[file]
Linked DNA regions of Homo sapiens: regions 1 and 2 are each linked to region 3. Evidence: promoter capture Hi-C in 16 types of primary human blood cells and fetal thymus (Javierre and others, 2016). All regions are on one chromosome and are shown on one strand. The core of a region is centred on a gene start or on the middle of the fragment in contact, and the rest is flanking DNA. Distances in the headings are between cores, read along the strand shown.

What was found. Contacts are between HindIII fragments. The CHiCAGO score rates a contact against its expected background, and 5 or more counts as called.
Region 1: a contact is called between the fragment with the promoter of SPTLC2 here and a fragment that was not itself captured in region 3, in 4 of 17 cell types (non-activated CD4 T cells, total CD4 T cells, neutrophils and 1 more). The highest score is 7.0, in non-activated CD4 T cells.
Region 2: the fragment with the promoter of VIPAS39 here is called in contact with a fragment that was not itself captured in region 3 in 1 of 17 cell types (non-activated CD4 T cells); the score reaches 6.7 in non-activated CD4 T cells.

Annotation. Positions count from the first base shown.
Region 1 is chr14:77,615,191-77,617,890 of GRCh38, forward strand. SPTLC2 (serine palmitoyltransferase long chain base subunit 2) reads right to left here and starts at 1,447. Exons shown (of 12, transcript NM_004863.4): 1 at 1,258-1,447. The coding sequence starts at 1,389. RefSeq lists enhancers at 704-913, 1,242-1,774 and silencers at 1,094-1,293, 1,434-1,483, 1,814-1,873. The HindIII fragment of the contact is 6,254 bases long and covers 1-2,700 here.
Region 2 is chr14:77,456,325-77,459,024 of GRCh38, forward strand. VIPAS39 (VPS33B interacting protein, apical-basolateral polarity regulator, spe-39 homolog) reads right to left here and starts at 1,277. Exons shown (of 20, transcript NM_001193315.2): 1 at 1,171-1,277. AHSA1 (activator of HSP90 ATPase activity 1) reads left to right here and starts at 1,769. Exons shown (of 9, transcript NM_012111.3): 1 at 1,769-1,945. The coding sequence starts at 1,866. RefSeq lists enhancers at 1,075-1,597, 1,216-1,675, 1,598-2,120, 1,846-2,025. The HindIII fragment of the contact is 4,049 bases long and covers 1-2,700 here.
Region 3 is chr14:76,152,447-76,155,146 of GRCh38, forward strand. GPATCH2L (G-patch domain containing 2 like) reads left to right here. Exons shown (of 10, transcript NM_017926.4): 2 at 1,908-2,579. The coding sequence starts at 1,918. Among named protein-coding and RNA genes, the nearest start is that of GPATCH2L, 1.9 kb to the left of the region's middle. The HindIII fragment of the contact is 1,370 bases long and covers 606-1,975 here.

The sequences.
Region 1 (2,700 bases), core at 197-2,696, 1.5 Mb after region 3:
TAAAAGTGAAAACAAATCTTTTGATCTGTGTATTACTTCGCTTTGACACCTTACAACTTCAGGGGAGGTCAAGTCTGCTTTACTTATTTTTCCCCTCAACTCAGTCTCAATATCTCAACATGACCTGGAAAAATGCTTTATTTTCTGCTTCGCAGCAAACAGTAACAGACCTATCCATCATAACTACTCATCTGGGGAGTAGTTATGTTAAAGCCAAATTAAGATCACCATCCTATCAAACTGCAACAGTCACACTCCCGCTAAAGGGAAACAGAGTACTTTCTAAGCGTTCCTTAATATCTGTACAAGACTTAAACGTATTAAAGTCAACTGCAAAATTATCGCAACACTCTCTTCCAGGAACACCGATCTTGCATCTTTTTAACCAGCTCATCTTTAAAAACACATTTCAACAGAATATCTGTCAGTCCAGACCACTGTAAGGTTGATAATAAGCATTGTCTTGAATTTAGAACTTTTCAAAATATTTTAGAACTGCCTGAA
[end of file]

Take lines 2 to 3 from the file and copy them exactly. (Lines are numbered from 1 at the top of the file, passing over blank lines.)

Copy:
What was found. Contacts are between HindIII fragments. The CHiCAGO score rates a contact against its expected background, and 5 or more counts as called.
Region 1: a contact is called between the fragment with the promoter of SPTLC2 here and a fragment that was not itself captured in region 3, in 4 of 17 cell types (non-activated CD4 T cells, total CD4 T cells, neutrophils and 1 more). The highest score is 7.0, in non-activated CD4 T cells.